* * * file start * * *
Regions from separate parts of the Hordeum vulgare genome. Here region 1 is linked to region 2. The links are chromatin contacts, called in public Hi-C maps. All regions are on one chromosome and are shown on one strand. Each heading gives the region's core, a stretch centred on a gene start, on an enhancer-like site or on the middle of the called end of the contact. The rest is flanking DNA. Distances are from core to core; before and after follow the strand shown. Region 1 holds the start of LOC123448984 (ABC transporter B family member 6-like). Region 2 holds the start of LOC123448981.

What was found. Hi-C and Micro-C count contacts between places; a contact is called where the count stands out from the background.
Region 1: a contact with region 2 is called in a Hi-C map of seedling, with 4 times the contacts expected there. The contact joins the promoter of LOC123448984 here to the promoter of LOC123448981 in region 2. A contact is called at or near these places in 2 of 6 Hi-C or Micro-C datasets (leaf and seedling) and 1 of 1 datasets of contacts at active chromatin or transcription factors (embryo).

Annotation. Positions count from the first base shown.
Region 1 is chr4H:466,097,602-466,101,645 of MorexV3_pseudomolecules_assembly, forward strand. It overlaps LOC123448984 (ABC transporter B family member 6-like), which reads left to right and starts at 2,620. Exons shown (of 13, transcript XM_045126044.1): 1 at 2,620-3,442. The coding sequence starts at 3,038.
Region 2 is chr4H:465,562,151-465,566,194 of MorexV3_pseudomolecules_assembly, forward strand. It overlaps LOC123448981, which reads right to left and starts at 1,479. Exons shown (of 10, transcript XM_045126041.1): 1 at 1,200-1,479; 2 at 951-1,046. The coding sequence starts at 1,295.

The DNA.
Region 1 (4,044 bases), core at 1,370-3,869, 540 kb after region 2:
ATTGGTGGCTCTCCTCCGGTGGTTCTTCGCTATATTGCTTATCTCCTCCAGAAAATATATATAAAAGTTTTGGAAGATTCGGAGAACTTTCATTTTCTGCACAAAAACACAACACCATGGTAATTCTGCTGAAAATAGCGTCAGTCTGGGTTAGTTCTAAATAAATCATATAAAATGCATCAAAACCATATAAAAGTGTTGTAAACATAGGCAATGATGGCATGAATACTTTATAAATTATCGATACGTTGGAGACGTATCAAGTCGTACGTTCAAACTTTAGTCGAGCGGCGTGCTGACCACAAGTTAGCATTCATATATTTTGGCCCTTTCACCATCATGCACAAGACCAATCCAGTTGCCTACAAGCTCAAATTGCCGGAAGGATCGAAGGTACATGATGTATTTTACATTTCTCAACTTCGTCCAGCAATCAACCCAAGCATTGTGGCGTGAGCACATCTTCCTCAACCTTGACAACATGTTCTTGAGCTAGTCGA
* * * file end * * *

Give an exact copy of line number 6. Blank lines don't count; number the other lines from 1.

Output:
Region 2 is chr4H:465,562,151-465,566,194 of MorexV3_pseudomolecules_assembly, forward strand. It overlaps LOC123448981, which reads right to left and starts at 1,479. Exons shown (of 10, transcript XM_045126041.1): 1 at 1,200-1,479; 2 at 951-1,046. The coding sequence starts at 1,295.